Wednesday, 26 June 2013

Ichabod and I

Ichabod, the bike that is, and I struggled up the old railway early this morning before my mind was wide enough awake to realise what I was doing.  My knees are now well able to explain the short trip, and loudly at that!  A chap I know belongs to one of those cycling groups, you know the type, helmets, shorts, bright tight jerseys and riding bikes costing several hundred pounds, well he was commenting on their 'run' of just over a hundred miles.  They had done a bit more the day before!  These imitation Tour de France types sometimes come past here, and if on telly I will watch it myself.  Men like the idea of being tough or strong enough to ride up hills and speed along straight rods, always comparing the time between your past time and some other superstars.  Incidentally I watched a programme featuring Clare Balding, a lass referred to by one man as 'Dyke on a Bike,' cycling around the hill of Devon in one of those excellent short travel programmes.  Indeed I like this type of thing and Balding does present herself well here.  However she mentions the small point that she was on a 'short run,' of just 30 miles!  I considered this during my ride up the slope and calculated that by turning back I would get home after completing 3 miles.  My knees agreed that was far enough today!

Farmer Jones will be happy that in spite of the rain his crop is succeeding this year.  I am claiming this is wheat but I expect you experts will tell me it is something completely different, like mango or the like.  His wide field looks in quite good nick in spite of the refusal of the council to allow him to sell some fields to a builder who wants to create 500 homes there.  Luckily even our Councillors are too busy planting said 500 houses on a different farm to care for him.  I am glad as this would spoil the old railway for many of us.

It seems like years since I have been up here and the rain has developed the vegetation somewhat!   This stuff lined the path all the way up, in spite of being curtailed by the Rangers who have stopped it encroaching the entire path.  There is something refreshing about breathing in such an atmosphere (unless you have Hay Fever or Asthma I suppose), listening to the birds singing, beasties rummaging through the undergrowth and cheerily allowing occasional cyclists to rush past as they must get to work before eight.  How I love not having to do that these days.  I miss the good bits, the people, the routine but not the hassle, office politics, grumpy folks, and of course the public!  

How much better this looks when greenery is everywhere, also when the way home is downhill!

Occasional remnants of the old railway.  A sign to indicate the rise and fall of the track ahead.  Just ride a bike pal and you soon find how far the track rises and falls!  



the fly in the web said...

And just when did Ichabod's glory days depart, might I ask...he looks in pretty good shape to me.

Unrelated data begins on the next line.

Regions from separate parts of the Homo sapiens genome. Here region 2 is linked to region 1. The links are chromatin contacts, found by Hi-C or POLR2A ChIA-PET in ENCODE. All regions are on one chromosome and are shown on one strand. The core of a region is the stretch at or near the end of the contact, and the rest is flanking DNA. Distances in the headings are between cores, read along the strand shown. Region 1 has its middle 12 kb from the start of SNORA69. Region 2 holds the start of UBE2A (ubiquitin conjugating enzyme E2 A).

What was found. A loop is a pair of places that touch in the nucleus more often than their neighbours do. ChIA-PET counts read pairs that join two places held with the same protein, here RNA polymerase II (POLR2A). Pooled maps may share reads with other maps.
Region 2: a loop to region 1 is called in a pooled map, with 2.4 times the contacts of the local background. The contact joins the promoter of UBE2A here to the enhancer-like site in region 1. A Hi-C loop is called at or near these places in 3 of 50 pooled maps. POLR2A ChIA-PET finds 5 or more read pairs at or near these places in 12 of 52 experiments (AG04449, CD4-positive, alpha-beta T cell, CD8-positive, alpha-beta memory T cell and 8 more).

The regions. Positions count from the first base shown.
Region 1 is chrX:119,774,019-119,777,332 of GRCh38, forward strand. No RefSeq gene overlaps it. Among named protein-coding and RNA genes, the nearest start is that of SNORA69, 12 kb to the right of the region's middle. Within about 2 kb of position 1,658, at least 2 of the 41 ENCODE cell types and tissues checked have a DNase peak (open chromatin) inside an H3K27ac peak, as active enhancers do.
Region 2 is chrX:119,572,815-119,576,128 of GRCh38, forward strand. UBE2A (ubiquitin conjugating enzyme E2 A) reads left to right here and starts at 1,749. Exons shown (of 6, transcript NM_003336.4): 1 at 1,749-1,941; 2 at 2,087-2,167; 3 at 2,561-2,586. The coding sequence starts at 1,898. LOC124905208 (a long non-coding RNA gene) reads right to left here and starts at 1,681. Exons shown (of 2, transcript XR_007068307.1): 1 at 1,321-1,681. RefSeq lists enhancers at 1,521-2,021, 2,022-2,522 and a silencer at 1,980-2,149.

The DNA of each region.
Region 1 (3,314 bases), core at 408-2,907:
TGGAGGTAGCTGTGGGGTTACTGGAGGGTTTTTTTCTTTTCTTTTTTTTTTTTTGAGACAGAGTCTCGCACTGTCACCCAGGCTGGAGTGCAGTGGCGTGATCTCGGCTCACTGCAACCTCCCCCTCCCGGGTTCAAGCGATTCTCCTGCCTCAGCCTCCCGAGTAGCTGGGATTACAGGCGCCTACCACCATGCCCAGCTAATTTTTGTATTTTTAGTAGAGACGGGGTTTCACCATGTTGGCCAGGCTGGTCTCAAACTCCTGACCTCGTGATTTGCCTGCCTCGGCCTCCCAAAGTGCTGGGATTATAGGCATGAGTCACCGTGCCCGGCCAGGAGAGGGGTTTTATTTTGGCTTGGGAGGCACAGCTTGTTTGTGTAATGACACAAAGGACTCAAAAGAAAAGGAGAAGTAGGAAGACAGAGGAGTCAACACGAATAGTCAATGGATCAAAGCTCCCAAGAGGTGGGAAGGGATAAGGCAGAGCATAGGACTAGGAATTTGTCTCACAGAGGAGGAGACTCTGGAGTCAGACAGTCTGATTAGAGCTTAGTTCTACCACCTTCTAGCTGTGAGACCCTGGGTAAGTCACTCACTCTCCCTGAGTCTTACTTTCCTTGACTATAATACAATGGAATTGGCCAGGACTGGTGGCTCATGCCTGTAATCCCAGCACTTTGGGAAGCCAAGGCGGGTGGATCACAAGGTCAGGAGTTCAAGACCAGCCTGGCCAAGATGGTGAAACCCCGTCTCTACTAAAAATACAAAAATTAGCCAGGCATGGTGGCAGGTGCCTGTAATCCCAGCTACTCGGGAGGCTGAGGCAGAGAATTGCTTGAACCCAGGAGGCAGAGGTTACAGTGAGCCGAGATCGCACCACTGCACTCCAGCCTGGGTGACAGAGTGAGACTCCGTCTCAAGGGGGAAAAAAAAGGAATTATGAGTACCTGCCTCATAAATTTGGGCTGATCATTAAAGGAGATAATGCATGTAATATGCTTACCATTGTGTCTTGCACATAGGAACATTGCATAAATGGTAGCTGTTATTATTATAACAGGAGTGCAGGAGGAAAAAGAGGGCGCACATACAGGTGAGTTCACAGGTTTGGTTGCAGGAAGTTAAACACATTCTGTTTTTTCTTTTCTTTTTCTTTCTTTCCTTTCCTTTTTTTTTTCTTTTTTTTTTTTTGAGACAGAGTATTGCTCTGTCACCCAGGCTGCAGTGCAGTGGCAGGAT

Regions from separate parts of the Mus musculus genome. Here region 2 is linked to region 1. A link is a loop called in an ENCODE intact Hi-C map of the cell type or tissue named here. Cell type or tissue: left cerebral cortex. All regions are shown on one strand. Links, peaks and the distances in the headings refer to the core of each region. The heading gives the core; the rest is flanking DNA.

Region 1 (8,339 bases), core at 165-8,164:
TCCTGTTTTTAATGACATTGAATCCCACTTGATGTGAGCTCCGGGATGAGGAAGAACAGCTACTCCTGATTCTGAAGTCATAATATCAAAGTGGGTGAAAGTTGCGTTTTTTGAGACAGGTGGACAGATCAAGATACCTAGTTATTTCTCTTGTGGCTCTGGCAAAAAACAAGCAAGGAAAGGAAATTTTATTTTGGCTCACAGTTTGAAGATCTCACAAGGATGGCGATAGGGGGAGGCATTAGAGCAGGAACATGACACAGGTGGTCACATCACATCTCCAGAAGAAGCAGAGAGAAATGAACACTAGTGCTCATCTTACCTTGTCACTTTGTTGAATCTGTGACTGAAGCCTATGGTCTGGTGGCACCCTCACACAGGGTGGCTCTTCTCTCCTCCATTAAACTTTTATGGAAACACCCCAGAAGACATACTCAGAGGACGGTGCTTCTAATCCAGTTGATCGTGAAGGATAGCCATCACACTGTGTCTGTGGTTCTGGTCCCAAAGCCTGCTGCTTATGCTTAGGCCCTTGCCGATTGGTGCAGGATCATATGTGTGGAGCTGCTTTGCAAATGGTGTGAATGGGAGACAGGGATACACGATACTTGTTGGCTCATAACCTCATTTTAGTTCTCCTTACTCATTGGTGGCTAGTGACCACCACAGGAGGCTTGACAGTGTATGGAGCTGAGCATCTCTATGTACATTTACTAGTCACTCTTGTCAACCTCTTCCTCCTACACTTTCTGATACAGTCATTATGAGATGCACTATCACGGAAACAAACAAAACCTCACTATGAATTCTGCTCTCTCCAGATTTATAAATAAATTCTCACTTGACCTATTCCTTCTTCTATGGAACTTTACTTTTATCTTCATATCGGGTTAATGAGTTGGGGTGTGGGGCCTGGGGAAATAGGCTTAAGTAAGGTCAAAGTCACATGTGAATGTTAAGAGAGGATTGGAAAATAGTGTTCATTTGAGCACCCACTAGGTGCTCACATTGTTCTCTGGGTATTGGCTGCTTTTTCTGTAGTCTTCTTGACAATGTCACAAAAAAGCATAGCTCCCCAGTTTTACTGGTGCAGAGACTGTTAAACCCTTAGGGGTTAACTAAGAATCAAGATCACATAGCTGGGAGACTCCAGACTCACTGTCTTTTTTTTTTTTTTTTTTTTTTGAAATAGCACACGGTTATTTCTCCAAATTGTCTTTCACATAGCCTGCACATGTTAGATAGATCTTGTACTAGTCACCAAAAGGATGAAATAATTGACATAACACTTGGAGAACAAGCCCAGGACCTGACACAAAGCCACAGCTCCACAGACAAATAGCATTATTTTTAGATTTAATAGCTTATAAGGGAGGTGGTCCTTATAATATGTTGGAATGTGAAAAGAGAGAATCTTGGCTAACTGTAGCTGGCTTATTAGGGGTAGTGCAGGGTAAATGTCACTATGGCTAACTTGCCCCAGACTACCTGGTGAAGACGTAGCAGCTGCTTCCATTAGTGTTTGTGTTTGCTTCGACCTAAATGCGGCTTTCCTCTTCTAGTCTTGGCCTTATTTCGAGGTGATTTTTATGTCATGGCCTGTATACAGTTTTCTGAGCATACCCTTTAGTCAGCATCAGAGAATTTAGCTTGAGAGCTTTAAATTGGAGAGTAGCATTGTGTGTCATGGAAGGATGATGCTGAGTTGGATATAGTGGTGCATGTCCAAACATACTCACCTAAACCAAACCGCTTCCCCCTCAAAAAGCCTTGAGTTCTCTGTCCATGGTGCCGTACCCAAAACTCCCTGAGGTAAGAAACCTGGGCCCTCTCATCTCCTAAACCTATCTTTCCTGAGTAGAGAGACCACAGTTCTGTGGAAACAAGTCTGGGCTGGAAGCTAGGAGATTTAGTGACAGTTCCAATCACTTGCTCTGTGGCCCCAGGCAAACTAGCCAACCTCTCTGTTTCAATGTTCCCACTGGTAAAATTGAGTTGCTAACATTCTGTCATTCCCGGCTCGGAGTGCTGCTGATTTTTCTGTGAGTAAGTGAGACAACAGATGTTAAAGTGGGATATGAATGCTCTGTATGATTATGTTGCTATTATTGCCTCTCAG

soubriquet said...

The managing director, at our place of work, has taken to cycling in, during the better weather, along the canal towpath, about ten or eleven miles. Yesterday, he was groaning about the uphill bits on the way back....
Now, one of the key points about canals is the very lack of uphills or downs.

Only when you encounter a lock is there a change from flat to gradient, and as he has a £2000 mega lightweight titanium spacewarp zillion geared, disc braked thing, I was forced to take the mickey a bit.
I do the ten miles to work a bit less sweatily, I listen to Radio 4, and burn dirty fuel oil as I go.

Whe I was a student, I worked hard in the summer, saved and scrimped, and bought a shiny green five speed, drop handlebar touring bike from my local bike emporium, which was one of those intimidating places where everybody who worked there raced.
I loved that bike, it was rock-steady at speed, well-balanced, tough too. Some b'stard stole it. Gnaah. I've had other bikes since. None as good, despite more gears and shiny bits.

Lee said...

Boy! I've not ridden a bike in years and years. I can even pinpoint the year, date and was around 17th August 1974...a day or two after my mother passed away. I borrowed a bike from her neighbour just so I could go for a ride to clear my mind and my emotions.

I love the lushness shown in those photos, Adullmite. Everything is looking so green and healthy.

Adullamite said...

Fly, That is a benefit of fiddling with the picture! Icha is 17ish and is not well maintained. Bits fall off every so often, including the rider!

Soub, I'm with the boss here! The tow path does sound a real good place, this railway does have real slopes!

Lee, Yes the lushness is good Lee.

Jerry E Beuterbaugh said...

I suppose it is good to be into recycling. Well, at least that is what I've heard said.

I hope you-all don't have any really windy days between now and harvest time. For with heads that heavy, the wheat stems may break in two before the grain ripens.

Adullamite said...

Jerry, My dear boy these are British wheat heads. No mere wind will break them!

Jenny Woolf said...

Looks absolutely brilliant. YOu are lucky to live somewhere so pretty. I love old railways too - full of atmosphere. I like it even better to find a disused station but have never been lucky enough to find a disused train.

Adullamite said...

Aye this is only the first two miles, when fit I will go further. After all those years in London and 17 out here I still just stand and watch the countryside, it's great.